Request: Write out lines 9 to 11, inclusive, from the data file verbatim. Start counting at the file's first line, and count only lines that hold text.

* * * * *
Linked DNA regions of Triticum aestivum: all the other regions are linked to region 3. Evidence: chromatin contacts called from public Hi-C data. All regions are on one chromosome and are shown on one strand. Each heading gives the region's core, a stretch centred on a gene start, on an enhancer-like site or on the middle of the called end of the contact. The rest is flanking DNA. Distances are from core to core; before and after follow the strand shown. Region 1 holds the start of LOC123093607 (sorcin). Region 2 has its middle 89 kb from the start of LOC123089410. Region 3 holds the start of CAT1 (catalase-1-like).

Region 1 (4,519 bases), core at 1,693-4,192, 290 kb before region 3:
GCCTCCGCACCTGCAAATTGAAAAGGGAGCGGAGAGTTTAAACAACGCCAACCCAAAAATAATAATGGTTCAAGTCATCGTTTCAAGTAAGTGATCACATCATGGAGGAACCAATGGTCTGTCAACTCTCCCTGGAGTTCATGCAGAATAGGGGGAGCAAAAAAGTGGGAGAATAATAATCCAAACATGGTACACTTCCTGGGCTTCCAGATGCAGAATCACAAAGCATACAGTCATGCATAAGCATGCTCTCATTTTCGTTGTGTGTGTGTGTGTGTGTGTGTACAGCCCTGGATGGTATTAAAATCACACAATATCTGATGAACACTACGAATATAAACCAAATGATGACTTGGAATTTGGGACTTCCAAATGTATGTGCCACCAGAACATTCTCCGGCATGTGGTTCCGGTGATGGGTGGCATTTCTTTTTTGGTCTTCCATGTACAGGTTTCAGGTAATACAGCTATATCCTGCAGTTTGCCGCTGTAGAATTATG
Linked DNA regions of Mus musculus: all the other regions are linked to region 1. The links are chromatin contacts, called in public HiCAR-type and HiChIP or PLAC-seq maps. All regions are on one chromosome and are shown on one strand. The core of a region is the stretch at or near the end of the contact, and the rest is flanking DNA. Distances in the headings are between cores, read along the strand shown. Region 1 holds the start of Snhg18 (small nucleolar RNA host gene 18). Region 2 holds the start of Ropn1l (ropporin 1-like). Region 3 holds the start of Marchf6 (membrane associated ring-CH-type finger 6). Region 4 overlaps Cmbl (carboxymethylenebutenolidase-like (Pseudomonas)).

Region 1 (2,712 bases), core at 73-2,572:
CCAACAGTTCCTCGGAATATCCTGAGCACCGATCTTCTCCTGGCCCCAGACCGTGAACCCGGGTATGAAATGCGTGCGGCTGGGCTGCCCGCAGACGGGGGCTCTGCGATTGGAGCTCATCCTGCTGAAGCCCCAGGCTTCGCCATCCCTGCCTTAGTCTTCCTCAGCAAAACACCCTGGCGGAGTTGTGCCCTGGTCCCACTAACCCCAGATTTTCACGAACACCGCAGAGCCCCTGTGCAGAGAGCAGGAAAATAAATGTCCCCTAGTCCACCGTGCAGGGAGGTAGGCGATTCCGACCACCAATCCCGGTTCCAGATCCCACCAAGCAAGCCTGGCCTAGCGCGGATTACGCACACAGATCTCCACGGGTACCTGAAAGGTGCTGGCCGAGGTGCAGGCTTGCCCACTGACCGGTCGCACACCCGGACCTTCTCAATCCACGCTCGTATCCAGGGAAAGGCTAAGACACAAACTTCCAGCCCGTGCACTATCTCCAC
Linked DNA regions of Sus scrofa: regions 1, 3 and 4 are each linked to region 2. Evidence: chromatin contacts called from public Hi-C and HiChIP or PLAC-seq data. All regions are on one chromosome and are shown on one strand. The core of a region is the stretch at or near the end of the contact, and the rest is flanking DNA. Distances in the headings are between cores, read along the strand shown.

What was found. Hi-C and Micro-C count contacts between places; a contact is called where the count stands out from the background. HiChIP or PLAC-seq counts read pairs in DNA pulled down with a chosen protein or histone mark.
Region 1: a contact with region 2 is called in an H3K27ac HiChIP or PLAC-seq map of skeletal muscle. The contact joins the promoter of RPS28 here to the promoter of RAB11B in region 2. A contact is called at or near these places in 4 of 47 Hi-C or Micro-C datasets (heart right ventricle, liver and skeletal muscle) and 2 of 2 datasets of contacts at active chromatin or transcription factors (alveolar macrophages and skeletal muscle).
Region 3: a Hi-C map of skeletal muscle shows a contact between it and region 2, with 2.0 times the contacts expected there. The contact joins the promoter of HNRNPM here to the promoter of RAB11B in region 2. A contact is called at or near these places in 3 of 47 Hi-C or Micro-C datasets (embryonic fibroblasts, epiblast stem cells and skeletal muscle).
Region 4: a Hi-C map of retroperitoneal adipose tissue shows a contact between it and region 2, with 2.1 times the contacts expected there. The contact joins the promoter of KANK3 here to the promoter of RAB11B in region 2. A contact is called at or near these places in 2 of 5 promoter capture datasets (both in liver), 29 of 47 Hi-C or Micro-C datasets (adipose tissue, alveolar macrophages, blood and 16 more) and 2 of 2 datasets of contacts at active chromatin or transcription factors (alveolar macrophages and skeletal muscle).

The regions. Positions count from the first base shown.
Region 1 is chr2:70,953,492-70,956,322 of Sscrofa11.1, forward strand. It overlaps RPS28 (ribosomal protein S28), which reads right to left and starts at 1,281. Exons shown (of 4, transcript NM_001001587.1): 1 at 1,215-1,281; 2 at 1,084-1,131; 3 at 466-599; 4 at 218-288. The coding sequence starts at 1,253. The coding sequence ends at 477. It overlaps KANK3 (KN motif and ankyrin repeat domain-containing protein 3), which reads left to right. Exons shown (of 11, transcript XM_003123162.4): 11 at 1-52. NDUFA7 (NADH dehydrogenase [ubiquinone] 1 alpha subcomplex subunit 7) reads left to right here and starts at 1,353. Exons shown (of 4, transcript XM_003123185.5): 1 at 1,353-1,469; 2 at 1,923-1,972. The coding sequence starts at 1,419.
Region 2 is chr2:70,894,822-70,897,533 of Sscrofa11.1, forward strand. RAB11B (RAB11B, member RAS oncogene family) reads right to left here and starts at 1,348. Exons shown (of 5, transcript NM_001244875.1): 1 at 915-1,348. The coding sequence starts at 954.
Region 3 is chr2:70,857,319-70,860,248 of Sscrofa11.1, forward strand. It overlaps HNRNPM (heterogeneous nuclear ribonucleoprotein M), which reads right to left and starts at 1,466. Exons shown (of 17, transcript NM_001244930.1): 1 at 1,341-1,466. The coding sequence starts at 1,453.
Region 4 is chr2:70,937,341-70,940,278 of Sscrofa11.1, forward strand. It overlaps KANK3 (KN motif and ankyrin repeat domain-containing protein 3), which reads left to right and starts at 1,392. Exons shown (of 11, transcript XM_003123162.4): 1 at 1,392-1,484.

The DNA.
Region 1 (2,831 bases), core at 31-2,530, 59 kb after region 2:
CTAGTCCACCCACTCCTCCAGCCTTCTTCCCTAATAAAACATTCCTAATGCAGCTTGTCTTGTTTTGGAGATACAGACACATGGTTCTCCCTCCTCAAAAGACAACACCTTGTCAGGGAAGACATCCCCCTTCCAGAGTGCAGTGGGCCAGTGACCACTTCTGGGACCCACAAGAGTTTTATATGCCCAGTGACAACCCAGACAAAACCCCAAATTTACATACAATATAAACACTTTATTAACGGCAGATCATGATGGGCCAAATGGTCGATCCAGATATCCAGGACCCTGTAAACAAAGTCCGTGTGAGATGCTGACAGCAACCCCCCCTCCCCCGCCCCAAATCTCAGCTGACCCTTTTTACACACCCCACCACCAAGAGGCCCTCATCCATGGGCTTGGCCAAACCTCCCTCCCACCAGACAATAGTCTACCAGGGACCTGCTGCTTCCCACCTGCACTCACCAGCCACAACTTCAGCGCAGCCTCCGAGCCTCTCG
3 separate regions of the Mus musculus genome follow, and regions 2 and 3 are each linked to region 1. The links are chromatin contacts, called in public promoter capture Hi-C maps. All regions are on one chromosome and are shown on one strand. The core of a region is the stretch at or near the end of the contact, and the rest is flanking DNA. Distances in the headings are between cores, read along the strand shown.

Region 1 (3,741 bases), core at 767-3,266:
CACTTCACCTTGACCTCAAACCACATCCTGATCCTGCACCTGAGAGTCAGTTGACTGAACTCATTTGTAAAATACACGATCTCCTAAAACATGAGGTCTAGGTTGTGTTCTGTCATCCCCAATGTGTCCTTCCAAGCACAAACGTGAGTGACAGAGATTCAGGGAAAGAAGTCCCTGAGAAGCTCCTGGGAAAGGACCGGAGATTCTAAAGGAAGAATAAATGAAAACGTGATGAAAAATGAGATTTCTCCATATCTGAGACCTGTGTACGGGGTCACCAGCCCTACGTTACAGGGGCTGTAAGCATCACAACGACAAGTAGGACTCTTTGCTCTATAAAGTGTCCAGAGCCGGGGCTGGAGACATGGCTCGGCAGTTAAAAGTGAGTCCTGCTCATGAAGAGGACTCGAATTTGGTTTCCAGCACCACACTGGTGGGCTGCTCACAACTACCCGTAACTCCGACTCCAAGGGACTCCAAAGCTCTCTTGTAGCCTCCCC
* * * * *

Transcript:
Region 1: a contact with region 2 is called in an H3K27ac HiChIP or PLAC-seq map of skeletal muscle. The contact joins the promoter of RPS28 here to the promoter of RAB11B in region 2. A contact is called at or near these places in 4 of 47 Hi-C or Micro-C datasets (heart right ventricle, liver and skeletal muscle) and 2 of 2 datasets of contacts at active chromatin or transcription factors (alveolar macrophages and skeletal muscle).
Region 3: a Hi-C map of skeletal muscle shows a contact between it and region 2, with 2.0 times the contacts expected there. The contact joins the promoter of HNRNPM here to the promoter of RAB11B in region 2. A contact is called at or near these places in 3 of 47 Hi-C or Micro-C datasets (embryonic fibroblasts, epiblast stem cells and skeletal muscle).
Region 4: a Hi-C map of retroperitoneal adipose tissue shows a contact between it and region 2, with 2.1 times the contacts expected there. The contact joins the promoter of KANK3 here to the promoter of RAB11B in region 2. A contact is called at or near these places in 2 of 5 promoter capture datasets (both in liver), 29 of 47 Hi-C or Micro-C datasets (adipose tissue, alveolar macrophages, blood and 16 more) and 2 of 2 datasets of contacts at active chromatin or transcription factors (alveolar macrophages and skeletal muscle).